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Soil moisture meters for lawn irrigation

garbled

Member
I'm starting a new project to use soil moisture sensors to control lawn irrigation.  I have installed some Davis tensiometer sensors in the ground, and have them hooked up to a hobby boards 1-wire system.
 
Right now, I'm just starting to get data from the sensors, so I don't know much yet.  However, I'm curious if maybe anyone else has fiddled with such things.  Most of my questions revolve around what the proper values should be.  The Davis manual seems to indicate that you should water when the readings get around 25-40cb. But then water until they reach what?  zero?
 
Zero seems pretty wet.. So I'm really trying to just get a handle on where the right butter zone is for a lawn.   Any thoughts would be appreciated.
 

bbruck

Member
I'm just now installing a Spruce irrigation system that has four moisture sensors. If you look at spruceirrigation.com, there are some articles on the amount of moisture that you should set things for...
 

pete_c

Guru
Here for a bit did utilize 1-wire soil sensors for irrigation then went to using Evapotranspiration numbers based on numbers from the Davis weather station, 1-wire sensors, UV et al.
 
The variances of top soil et al would have me installing more than 50 sensors which probably wouldn't look that nice anyways.  It would probably be more than 50 sensors to get a good number anyways. 
 
I am currently using an old Seagate Dockstar running Dockstar Debian and Mono to run my irrigation mcsSprinklers software.  It is inside of the old Rainbird box with two 8 zone serial controllers. Been working fine now for a few years.
 
Originally my irrigation software program was running in Wintel on Homeseer (early 2000's). 
 
Just noticed my sprinklers set up is on the Home Automation Wiki.
 
 
sprinklers.jpg
 

Swancoat

Active Member
I apologize in advance for the lack of precision in this post, but I'm at work without access to the links I've saved regarding this.
 
I kind of want to set this up too. Just have the sprinklers check every morning if the ground needs the water or not. I also couldn't find the right values (heck, I don't even understand the units) for when the lawn needs water or not.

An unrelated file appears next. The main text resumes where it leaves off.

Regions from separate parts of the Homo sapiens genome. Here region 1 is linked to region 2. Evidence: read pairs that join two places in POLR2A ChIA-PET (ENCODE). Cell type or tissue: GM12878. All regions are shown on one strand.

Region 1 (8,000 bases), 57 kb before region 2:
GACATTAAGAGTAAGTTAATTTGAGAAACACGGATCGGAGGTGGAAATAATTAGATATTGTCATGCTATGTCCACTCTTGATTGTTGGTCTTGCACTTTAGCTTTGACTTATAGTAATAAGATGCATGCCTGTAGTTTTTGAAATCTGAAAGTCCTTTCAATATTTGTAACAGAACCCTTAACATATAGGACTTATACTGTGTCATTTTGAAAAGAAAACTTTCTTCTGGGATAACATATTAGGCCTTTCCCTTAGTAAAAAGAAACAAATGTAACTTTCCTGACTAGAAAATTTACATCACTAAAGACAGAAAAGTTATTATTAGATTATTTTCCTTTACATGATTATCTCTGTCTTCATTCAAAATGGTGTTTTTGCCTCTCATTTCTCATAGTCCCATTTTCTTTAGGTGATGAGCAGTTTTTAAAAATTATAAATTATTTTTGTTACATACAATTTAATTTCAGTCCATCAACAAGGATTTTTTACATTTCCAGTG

Ultimately, the solution I found was more of a 'top down' solution. Something like, "once your sensor is buried and set up correctly, fill a 5-gallon pail with water and pour it over, and then take the measurement 24 hours later - and that value indicates sufficient moisture" (Note, that is NOT the exact procedure - I'm just illustrating that it's that type of method as opposed to just solving for the value with math).
 

garbled

Member
This is similar to what I'm currently playing with.  I've been mucking with values and numbers for a few weeks now.  Right now, I have a pretty simple setup:
 
1) Every 30 minutes, check all 4 sensors.  Find the highest sensor value.  If it's over a specific value (right now, using 25cb) water the nearby zones with the sprinklers heavily.
2) Wait 30 minutes, check again, see if a different sensor pops, or if that zone's overspray fixed it.
 
I found some really good articles online about this stuff.  Many university research papers actually.  What they all seemed to say, was to determine via obvservation of the grass itself, the "stress point".  This is where the grass is starting to react to a lack of water.  Find this stress point, back off it a little bit, and then trigger the water there, so it's just prior to stress.  I'm just starting to get results and measurements via observation now.  I think it's a long process, maybe taking about 2 months to really understand. I'm also trying to not accidentally kill the lawn while learning, so there's that.
 
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